Questions have to be raised over the future of Eden Park, in the wake of their latest financial report released on Friday.
It was a huge year of sport at the Auckland venue, including the bonus of three matches against the Lions, which resulted in revenue of more than $20.5 million, which represented an increase of more than 40 per cent on the previous year.
That contributed to a net operating profit of almost $5 million, but the Eden Park Trust Board still incurred a comprehensive deficit of $3.65 million in their annual accounts for the year ended October 2017.
That figure includes more than $8 million in depreciation, which is an unfortunate reality for the historic stadium.
In the wake of those numbers, it’s hard to forecast a positive future, given the park is still saddled with more than $50 million in debt, and can only meet the interest payments each year (which were $1.52 million in 2017).
This year was as good as it got – but the Trust were unable to pay off a single dollar of principal on their loans.
As Eden Park Trust Board chairman Doug McKay admits in his notes, the financial hurdles remain daunting.
“The cost of servicing this debt is significant and limits Eden Park Trust’s ability to reduce debt or invest in capital expenditure to continually upgrade the stadium and maintain it as a world class facility and asset, said McKay. “This remains an ongoing issue for the Trust.”
McKay also added that the outstanding loans “are unlikely to be repaid under the current activity constraints.”
The Lions was a massive event for Eden Park, with more than 40,000 attending the Blues’ clash with Warren Gatland’s team and more than 96,000 flocking in for the two test matches.
There was also the bonus of the All Blacks match with Samoa, the NRL Nines and the opening ceremony for the World Masters Games.
But the Lions won’t be back in this country until 2029, and the Nines have been put on ice for this year and are almost certain to be staged in an Australian city from 2019 onwards. Cricket’s future at the park is also uncertain.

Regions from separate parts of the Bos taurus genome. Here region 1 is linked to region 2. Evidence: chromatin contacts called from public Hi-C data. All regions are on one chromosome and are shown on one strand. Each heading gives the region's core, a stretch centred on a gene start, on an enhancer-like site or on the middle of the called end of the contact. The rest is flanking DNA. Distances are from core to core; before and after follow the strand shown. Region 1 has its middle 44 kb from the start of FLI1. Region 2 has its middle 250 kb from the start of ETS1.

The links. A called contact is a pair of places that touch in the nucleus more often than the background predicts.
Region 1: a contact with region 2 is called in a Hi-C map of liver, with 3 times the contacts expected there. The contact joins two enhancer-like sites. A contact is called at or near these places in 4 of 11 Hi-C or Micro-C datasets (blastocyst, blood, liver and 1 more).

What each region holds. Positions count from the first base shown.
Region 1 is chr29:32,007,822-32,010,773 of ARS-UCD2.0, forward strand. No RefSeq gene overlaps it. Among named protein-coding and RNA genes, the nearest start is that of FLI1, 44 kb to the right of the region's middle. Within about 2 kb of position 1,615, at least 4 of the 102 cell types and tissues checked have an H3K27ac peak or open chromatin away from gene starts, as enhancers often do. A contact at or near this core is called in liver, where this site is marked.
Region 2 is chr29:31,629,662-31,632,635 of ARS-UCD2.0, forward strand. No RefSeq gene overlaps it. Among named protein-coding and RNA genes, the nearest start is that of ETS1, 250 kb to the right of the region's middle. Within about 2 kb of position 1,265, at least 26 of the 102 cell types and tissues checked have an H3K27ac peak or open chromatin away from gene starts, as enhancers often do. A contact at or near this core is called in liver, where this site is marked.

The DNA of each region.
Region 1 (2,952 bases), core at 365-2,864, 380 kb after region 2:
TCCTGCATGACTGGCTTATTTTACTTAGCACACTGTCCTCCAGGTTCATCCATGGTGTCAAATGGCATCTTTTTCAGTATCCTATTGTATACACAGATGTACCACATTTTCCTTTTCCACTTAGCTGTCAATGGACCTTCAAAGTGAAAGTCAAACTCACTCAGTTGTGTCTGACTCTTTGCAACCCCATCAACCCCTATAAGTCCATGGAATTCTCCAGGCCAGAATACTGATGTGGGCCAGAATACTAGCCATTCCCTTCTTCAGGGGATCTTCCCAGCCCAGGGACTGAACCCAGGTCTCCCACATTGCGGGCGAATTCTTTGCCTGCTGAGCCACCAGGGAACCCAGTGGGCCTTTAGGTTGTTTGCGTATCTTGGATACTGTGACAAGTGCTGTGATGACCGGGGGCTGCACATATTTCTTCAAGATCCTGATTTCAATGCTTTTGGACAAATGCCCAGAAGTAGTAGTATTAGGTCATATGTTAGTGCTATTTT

The dimensions of the ground make it far from ideal, and Regional Facilities Auckland are pushing for cricket to be moved to Western Springs, though the council have expressed concern about the cost of that venture.
Friday’s figures make it hard to see how the venue will ever become economically viable, let alone make inroads into the debt of more than $50 million that it holds with the council.
The Warriors appear to have no interest in staging games there now, while the Wellington Phoenix have reverted to using QBE Stadium in Albany for their visits.
And Rugby League World Cup organisers chose to use Waikato Stadium and Mt Smart Stadium as their Upper North Island venues last year, partly due to the high operating cost of hiring Eden Park, the lack of atmosphere when the ground is less than half full, and the greater distance from the action for most spectators.
In his report, McKay was optimistic but also realistic about the next 12 months.
“[In 2017] the popularity of the Lions series matches in particular has driven an uplift in financial performance. Our budget expectations were exceeded due to the popularity of the Lions matches, as well as the commercial opportunities that were leveraged as a consequence of the visibility, both in-stadium and around the world, that the tour matches generated.”
“Unfortunately, this is not expected to continue as we return to a more traditional schedule of events in 2018. However, the management team are focussed on delivering new and innovative content and extending commercial relationships in order to increase EPT’s revenue base wherever possible.”
McKay added that Eden Park was still an under utilised public amenity, “due in no small part to Auckland Council’s role as regulator (by way of setting consent conditions) and competitor (in the form of Regional Facilities Auckland (RFA) who operate all other major outdoor stadiums in Auckland).”
He also admitted the Trust remain in a “vulnerable” financial position, due to interest costs and the inability to lift the amount of usage of the stadium, due to the restrictive resource consent conditions.